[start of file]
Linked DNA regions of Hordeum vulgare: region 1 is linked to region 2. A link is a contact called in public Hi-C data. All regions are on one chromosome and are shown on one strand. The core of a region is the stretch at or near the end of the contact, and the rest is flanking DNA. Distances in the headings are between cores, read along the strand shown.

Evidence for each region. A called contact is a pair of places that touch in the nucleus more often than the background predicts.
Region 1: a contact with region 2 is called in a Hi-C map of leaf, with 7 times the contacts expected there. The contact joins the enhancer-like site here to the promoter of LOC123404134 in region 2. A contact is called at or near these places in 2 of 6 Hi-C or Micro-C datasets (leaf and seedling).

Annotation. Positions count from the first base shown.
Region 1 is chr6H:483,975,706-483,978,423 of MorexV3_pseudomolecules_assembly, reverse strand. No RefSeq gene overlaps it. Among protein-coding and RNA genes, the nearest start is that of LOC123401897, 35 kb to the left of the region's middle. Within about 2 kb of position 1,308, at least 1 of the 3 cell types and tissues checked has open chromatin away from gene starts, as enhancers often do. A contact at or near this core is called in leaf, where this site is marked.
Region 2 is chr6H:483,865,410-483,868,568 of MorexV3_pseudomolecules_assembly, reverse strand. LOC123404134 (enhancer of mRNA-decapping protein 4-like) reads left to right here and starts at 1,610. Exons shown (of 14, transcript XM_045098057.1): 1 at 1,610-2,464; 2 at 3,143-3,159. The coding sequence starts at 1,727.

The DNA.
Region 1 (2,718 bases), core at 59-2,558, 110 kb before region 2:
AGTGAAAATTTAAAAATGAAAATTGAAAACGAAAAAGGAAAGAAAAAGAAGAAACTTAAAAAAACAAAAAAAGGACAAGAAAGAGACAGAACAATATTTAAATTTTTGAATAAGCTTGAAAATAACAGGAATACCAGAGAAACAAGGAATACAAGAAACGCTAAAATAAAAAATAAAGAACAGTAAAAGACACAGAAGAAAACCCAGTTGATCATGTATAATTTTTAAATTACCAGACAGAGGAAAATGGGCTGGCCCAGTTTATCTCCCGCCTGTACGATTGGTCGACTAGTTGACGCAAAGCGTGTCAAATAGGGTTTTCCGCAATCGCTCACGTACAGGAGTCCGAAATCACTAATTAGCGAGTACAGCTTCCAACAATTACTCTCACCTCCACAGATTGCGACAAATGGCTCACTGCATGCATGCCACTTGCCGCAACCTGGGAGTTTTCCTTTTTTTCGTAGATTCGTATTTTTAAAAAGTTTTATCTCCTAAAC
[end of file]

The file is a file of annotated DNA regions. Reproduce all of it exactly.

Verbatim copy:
Linked DNA regions of Hordeum vulgare: region 1 is linked to region 2. A link is a contact called in public Hi-C data. All regions are on one chromosome and are shown on one strand. The core of a region is the stretch at or near the end of the contact, and the rest is flanking DNA. Distances in the headings are between cores, read along the strand shown.

Evidence for each region. A called contact is a pair of places that touch in the nucleus more often than the background predicts.
Region 1: a contact with region 2 is called in a Hi-C map of leaf, with 7 times the contacts expected there. The contact joins the enhancer-like site here to the promoter of LOC123404134 in region 2. A contact is called at or near these places in 2 of 6 Hi-C or Micro-C datasets (leaf and seedling).

Annotation. Positions count from the first base shown.
Region 1 is chr6H:483,975,706-483,978,423 of MorexV3_pseudomolecules_assembly, reverse strand. No RefSeq gene overlaps it. Among protein-coding and RNA genes, the nearest start is that of LOC123401897, 35 kb to the left of the region's middle. Within about 2 kb of position 1,308, at least 1 of the 3 cell types and tissues checked has open chromatin away from gene starts, as enhancers often do. A contact at or near this core is called in leaf, where this site is marked.
Region 2 is chr6H:483,865,410-483,868,568 of MorexV3_pseudomolecules_assembly, reverse strand. LOC123404134 (enhancer of mRNA-decapping protein 4-like) reads left to right here and starts at 1,610. Exons shown (of 14, transcript XM_045098057.1): 1 at 1,610-2,464; 2 at 3,143-3,159. The coding sequence starts at 1,727.

The DNA.
Region 1 (2,718 bases), core at 59-2,558, 110 kb before region 2:
AGTGAAAATTTAAAAATGAAAATTGAAAACGAAAAAGGAAAGAAAAAGAAGAAACTTAAAAAAACAAAAAAAGGACAAGAAAGAGACAGAACAATATTTAAATTTTTGAATAAGCTTGAAAATAACAGGAATACCAGAGAAACAAGGAATACAAGAAACGCTAAAATAAAAAATAAAGAACAGTAAAAGACACAGAAGAAAACCCAGTTGATCATGTATAATTTTTAAATTACCAGACAGAGGAAAATGGGCTGGCCCAGTTTATCTCCCGCCTGTACGATTGGTCGACTAGTTGACGCAAAGCGTGTCAAATAGGGTTTTCCGCAATCGCTCACGTACAGGAGTCCGAAATCACTAATTAGCGAGTACAGCTTCCAACAATTACTCTCACCTCCACAGATTGCGACAAATGGCTCACTGCATGCATGCCACTTGCCGCAACCTGGGAGTTTTCCTTTTTTTCGTAGATTCGTATTTTTAAAAAGTTTTATCTCCTAAAC